Convoy protesters have planned to stand up to the soaring fuel prices by filling up their cars and driving around New Zealand this weekend.
While it is no secret that fuel prices have been rising this year, some Kiwis fed up with the pain at the pump are planning to take to the roads on Sunday to protest the fuel prices.
A poster circulating on social media reads: "Enough is enough. We deserve better."
"Start your engines get ready to roll!" it continues.
"Stand up to fuel prices New Zealand-wide!"
People on social media have noticed the irony of the posts pointing out that the protest against fuel prices involves buying a lot of fuel.
"Protesting rising fuel prices by driving is possibly the silliest thing I've heard," one person said.
"Can't afford the petrol," another person commented.
However, one of the protest supporters said while they can see the irony, they said gathering in a large group and making noise is the best way to gain attention and encourages anyone to do whatever they can to support.
It appears the protest has some crossover with the anti-mandate crowd after a link to the protest was shared by Zeb Jackson Live, who according to the NZ Herald live-streamed her confrontation with former All Black Eric Rush over a not wearing a mask at a supermarket.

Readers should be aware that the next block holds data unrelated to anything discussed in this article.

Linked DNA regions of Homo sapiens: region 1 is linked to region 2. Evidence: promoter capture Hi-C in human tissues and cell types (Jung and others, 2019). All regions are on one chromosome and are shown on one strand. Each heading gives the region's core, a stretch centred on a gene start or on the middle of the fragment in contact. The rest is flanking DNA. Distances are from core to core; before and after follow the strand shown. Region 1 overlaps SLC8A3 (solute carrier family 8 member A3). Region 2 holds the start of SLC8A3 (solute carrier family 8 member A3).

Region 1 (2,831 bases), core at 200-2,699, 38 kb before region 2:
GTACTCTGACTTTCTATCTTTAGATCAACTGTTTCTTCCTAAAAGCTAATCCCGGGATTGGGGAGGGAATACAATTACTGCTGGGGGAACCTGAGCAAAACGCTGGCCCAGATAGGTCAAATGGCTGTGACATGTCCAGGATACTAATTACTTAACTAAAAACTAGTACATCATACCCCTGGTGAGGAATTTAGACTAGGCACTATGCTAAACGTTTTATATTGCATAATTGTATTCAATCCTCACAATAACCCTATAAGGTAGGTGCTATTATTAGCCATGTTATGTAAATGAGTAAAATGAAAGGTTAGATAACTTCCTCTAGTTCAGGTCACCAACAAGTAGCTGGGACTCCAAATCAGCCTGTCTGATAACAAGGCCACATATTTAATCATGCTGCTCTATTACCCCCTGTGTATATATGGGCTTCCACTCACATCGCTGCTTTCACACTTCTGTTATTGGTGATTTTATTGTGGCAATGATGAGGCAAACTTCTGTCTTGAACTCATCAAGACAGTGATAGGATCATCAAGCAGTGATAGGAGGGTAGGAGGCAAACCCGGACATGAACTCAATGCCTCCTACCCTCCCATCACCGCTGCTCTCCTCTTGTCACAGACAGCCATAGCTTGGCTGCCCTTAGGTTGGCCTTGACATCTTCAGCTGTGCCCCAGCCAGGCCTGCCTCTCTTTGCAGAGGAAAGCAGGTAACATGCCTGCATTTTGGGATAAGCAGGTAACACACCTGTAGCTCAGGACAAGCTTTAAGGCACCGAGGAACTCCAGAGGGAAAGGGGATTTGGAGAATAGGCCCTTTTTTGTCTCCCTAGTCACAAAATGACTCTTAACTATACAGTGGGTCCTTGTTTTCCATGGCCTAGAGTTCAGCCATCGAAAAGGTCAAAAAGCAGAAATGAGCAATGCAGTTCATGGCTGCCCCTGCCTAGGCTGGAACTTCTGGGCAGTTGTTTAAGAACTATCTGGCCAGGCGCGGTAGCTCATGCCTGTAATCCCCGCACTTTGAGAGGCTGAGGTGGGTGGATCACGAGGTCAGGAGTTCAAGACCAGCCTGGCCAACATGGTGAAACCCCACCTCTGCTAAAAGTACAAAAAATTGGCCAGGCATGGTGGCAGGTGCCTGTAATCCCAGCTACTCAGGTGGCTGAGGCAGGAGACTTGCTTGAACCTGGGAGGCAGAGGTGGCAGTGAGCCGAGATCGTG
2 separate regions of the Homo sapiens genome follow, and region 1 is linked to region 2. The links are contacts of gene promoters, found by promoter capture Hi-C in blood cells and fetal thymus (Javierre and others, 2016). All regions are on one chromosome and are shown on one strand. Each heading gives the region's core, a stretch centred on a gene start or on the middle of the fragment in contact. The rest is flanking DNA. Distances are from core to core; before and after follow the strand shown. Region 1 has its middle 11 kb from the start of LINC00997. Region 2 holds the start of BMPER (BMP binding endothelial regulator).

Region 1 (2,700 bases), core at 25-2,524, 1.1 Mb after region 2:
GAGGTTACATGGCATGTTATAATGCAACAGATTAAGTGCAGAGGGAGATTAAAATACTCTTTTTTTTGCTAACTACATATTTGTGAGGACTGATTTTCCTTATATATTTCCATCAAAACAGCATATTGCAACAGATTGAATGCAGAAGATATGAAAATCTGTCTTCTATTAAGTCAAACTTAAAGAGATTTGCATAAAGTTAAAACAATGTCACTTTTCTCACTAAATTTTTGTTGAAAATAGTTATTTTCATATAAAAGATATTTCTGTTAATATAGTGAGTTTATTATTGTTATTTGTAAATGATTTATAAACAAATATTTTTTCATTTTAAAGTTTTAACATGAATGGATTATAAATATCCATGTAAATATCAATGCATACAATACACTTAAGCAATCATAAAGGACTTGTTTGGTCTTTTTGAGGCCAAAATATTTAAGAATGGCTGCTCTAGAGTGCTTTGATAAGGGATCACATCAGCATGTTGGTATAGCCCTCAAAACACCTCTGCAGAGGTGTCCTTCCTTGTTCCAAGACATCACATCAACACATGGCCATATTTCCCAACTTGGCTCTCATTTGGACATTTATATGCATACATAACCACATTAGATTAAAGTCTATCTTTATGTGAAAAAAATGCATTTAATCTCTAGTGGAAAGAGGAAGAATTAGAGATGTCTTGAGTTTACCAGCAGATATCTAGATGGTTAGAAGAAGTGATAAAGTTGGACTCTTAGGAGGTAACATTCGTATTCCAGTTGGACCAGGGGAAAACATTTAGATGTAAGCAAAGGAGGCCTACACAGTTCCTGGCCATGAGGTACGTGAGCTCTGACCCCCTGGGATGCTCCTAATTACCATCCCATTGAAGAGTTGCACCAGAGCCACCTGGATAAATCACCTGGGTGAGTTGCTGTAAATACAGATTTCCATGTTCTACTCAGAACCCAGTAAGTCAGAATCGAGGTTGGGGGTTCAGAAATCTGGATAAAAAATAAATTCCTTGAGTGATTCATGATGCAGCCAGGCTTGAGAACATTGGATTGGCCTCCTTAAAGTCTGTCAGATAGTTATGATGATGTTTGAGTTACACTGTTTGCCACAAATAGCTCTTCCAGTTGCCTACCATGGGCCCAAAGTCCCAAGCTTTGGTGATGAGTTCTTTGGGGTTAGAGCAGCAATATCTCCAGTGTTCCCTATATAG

A spokesperson for the event said in a press release they believe the looming fuel crisis was avoidable by the Government.
"Fuel is an essential item and not a luxury, it is vital to food security and a healthy economy along with healthy families and a healthy society," the spokesperson said.
They said they believe the closing of the country's only oil refinery Marsden Point has directly contributed to the fuel crisis.
A police spokesperson said they are aware of the planned action in some North Island locations and will be monitoring it.
Police said they will respond to any issues if they arise.
The price of petrol has shot up this year, with the cost at the pump well-inflated compared to this time last year.
According to the Ministry of Business, Innovation and Employment (MBIE) the average national fuel price for 91 octane as of June 17 was $3.05 - a nearly 39 percent increase from June 18 last year.
But reducing the price of petrol isn't as easy as it sounds.
About half of what you pay for petrol comes from taxes, which primarily go towards transport infrastructure, so removing the tax would essentially be a funding cut.
Around 40 percent of the price of a litre of petrol comes from importers buying the actual product, crude oil, and shipping and transport costs, and another 10 percent is the margin retailers make.
The Government has implemented a 25 cents per litre reduction in fuel excise duty until August, but once that's over the pain at the pump could get a lot worse.